While most are amazed by the sublime, majestic nature of whales, a small, paranoid minority wonders what would happen to mankind if whales had legs. Worship or worry as you see fit with today's Groupon: for $26, you get one adult ticket to a whale-watching journey from Cape Ann Whale Watch in Gloucester, MA (up to a $45 value). This Groupon is good for the 2011 whale-watching season.
For the past three decades, Cape Ann Whale Watch has taken more than 600,000 customers into the calm waters of Cape Ann to spot fascinating, majestic sea creatures. Tour-goers endeavor on a three- to four-hour trek aboard one of the largest and fastest whale-watching vessels north of Boston, the Hurricane II, often spotting humpback, minke, and finback whales, as well as dolphins. The narrator, a salt-crusted member of the Ocean Alliance, will point out each whale, talk about the marine mammal’s behavior, and write down what technology stocks the whale wishes to invest in. This adventure makes for an exhilarating family outing or a romantic date with its soundtrack of tranquil whale songs and smoky seagull squawks.
Ocean explorers should bring sunscreen, sunglasses, a camera, gym shoes, and a sweater or jacket (it gets brisk on the high seas) for their journey. While Cape Ann Whale Watch offers no promise of a Geppetto experience, voyagers are guaranteed to catch a glimpse of these stately giants’ sleek posteriors, or they will receive a free season pass and the captain will be fed to the whales. Trip times are listed on the 2011 schedule.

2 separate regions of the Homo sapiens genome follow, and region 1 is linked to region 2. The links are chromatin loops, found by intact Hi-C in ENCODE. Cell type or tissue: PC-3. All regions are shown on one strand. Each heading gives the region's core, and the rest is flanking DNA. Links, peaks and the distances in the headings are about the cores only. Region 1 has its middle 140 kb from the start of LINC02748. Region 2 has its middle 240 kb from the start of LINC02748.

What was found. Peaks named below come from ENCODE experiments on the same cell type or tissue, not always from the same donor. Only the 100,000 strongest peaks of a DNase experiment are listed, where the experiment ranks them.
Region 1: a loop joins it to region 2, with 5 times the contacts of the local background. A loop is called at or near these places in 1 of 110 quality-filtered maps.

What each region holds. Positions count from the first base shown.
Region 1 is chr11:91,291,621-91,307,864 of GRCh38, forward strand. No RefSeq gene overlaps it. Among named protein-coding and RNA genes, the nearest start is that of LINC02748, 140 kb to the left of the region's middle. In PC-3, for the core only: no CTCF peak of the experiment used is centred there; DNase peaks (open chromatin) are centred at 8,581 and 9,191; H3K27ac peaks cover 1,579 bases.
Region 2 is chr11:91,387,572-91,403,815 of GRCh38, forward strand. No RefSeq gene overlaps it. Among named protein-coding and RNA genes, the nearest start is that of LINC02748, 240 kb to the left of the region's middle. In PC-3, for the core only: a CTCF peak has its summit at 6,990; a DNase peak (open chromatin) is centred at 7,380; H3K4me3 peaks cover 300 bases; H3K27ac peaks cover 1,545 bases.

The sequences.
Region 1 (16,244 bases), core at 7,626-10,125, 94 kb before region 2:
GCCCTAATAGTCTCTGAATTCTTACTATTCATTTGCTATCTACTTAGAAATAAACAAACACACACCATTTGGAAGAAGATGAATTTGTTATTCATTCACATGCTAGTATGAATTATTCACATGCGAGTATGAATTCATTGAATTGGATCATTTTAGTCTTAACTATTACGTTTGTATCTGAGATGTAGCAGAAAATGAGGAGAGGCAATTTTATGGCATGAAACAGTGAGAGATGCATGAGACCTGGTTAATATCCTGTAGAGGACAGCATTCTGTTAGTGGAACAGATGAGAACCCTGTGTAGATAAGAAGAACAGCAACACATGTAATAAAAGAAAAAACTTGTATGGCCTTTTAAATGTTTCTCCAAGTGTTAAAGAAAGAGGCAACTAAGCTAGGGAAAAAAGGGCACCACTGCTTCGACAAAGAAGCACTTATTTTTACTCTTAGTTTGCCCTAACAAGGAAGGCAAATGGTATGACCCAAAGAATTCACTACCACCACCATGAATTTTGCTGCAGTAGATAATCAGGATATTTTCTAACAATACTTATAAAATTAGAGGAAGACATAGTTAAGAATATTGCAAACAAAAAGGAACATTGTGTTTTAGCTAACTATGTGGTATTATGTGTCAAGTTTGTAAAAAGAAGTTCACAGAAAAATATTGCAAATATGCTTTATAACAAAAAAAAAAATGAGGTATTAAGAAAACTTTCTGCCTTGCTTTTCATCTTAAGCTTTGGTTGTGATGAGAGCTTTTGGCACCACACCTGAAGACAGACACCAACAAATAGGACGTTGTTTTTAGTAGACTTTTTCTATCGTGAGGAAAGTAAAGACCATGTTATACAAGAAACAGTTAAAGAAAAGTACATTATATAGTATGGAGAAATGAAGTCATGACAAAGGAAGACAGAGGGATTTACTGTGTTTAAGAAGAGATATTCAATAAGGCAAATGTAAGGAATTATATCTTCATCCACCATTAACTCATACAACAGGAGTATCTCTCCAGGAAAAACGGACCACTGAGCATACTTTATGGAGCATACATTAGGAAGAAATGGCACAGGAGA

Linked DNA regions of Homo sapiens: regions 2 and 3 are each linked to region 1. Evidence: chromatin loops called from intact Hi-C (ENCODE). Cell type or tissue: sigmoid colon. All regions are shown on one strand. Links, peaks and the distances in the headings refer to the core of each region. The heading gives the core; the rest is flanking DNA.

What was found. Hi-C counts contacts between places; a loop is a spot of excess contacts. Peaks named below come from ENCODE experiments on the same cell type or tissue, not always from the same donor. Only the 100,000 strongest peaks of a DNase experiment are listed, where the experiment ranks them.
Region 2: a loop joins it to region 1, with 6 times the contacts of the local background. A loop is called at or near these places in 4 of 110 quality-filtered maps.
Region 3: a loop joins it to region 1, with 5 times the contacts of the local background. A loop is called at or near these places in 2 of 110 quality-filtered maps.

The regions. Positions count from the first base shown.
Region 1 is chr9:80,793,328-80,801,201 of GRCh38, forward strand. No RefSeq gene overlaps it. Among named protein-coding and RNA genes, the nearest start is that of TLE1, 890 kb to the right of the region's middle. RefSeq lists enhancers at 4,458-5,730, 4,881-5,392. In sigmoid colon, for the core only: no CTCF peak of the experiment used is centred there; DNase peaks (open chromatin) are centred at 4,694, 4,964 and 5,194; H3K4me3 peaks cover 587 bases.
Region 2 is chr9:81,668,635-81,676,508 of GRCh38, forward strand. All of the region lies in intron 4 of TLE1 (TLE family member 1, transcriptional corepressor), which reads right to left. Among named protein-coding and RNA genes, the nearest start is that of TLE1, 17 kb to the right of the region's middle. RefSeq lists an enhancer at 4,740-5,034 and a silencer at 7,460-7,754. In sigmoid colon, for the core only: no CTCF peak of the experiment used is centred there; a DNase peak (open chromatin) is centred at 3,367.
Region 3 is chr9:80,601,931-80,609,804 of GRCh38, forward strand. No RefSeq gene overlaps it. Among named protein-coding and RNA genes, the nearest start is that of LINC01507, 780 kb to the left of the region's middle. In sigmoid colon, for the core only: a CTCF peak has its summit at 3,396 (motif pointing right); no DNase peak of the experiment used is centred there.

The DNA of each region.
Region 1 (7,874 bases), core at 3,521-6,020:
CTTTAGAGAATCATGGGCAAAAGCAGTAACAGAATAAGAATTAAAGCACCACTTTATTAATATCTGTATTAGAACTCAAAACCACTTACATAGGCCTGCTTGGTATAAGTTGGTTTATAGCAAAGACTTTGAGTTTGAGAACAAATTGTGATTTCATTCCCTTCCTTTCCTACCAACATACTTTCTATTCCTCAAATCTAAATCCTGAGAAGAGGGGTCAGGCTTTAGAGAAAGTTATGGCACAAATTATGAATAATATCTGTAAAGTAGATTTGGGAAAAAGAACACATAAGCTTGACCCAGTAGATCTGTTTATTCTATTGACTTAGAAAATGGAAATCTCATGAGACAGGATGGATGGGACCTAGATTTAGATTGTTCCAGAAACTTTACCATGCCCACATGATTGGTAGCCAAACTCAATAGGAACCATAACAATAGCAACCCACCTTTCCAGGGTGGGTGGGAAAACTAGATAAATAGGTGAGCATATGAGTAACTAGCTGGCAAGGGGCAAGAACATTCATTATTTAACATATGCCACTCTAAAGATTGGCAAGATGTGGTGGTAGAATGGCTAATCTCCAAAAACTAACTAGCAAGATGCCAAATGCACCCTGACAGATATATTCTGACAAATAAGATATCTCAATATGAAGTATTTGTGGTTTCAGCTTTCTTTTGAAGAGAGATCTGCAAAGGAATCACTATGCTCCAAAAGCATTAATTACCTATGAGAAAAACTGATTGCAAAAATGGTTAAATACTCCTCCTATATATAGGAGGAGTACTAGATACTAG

Cape Ann Whale Watch
Since 1979, the whale-watching pioneers of Cape Ann Whale Watch have escorted more than half a million spectators fascinated by the sea's magnificent leviathans on three- to four-hour treks 15 miles off the Gloucester coast, earning it a spot on the Top 5 American Whale-Watching Tours by Joshua Horwitz, author of War of the Whales. Aboard the lightning-fast 115-foot Hurricane II, passengers can witness the natural grace of humpback whales, finback whales, dolphins, and pirates disguised as mermaids feeding and frolicking just feet from the boat. In the course of the approximately 30-mile circuit, a naturalist from Whale Cetacean Alliance narrates excursions, illumining the sight of each water dweller by discussing why whales breach, how to recognize individual humpbacks, and various feeding styles.